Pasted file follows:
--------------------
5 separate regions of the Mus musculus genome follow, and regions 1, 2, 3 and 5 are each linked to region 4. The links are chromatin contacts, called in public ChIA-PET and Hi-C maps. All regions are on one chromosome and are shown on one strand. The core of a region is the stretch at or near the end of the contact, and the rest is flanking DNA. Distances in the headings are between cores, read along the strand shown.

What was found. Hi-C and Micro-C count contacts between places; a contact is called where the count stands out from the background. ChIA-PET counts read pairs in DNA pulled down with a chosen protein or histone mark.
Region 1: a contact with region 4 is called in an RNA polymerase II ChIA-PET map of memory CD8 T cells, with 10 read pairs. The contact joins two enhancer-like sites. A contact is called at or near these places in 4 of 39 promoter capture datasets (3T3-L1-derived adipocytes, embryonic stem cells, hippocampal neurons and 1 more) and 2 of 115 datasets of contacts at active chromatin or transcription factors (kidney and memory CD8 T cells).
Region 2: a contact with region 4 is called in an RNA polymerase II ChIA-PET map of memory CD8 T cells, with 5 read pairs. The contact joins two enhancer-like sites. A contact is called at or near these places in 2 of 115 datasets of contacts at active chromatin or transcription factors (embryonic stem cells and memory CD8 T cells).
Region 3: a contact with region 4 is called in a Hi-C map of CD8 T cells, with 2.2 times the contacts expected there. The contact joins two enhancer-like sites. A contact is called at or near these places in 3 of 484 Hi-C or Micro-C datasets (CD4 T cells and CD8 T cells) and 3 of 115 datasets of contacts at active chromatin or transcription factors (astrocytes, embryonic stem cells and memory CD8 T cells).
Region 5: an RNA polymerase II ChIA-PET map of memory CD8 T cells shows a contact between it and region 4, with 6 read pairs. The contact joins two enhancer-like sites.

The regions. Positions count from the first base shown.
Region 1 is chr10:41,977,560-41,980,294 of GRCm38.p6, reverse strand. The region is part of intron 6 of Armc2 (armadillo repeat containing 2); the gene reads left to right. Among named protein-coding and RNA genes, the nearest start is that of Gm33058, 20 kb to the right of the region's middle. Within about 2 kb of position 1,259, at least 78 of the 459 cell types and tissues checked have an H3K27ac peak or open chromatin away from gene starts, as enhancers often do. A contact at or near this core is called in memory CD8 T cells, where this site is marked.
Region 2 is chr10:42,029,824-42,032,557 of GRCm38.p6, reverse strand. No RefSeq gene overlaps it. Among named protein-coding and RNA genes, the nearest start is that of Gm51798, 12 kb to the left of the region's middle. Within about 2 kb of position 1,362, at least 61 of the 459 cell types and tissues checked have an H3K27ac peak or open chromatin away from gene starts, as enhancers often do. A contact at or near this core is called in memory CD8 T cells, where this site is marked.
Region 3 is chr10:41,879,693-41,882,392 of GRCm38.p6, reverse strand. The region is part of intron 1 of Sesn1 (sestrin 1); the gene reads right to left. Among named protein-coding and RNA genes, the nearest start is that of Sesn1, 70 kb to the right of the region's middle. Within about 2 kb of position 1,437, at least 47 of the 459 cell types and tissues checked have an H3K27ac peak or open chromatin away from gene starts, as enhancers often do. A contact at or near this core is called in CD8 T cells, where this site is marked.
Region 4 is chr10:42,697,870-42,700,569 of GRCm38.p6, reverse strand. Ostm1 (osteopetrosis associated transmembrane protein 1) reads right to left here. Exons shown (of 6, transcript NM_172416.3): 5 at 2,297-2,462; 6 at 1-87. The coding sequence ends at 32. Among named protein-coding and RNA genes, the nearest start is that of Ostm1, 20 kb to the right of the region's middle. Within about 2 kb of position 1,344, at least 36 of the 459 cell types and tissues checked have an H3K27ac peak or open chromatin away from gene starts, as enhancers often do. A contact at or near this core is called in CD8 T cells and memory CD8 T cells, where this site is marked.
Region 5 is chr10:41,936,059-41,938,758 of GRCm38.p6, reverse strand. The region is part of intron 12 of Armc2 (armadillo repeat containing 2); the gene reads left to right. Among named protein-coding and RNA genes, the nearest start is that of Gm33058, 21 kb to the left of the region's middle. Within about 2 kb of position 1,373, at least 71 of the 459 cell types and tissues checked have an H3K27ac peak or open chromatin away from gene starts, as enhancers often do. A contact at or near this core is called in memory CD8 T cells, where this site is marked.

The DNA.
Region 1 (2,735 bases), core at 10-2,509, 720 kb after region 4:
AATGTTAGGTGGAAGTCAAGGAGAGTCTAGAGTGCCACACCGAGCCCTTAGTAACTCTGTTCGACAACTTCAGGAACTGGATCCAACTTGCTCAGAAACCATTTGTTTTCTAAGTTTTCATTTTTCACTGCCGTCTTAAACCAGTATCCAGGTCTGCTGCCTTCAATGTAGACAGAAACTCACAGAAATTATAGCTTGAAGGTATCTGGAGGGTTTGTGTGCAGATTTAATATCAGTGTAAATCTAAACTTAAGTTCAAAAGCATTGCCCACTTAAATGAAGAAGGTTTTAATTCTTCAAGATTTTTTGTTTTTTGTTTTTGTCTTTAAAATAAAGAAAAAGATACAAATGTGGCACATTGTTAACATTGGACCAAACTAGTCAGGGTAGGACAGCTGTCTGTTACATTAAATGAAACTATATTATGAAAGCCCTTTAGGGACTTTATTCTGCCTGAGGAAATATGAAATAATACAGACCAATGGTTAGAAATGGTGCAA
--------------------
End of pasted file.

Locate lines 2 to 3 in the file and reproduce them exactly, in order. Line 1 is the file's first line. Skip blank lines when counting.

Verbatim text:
What was found. Hi-C and Micro-C count contacts between places; a contact is called where the count stands out from the background. ChIA-PET counts read pairs in DNA pulled down with a chosen protein or histone mark.
Region 1: a contact with region 4 is called in an RNA polymerase II ChIA-PET map of memory CD8 T cells, with 10 read pairs. The contact joins two enhancer-like sites. A contact is called at or near these places in 4 of 39 promoter capture datasets (3T3-L1-derived adipocytes, embryonic stem cells, hippocampal neurons and 1 more) and 2 of 115 datasets of contacts at active chromatin or transcription factors (kidney and memory CD8 T cells).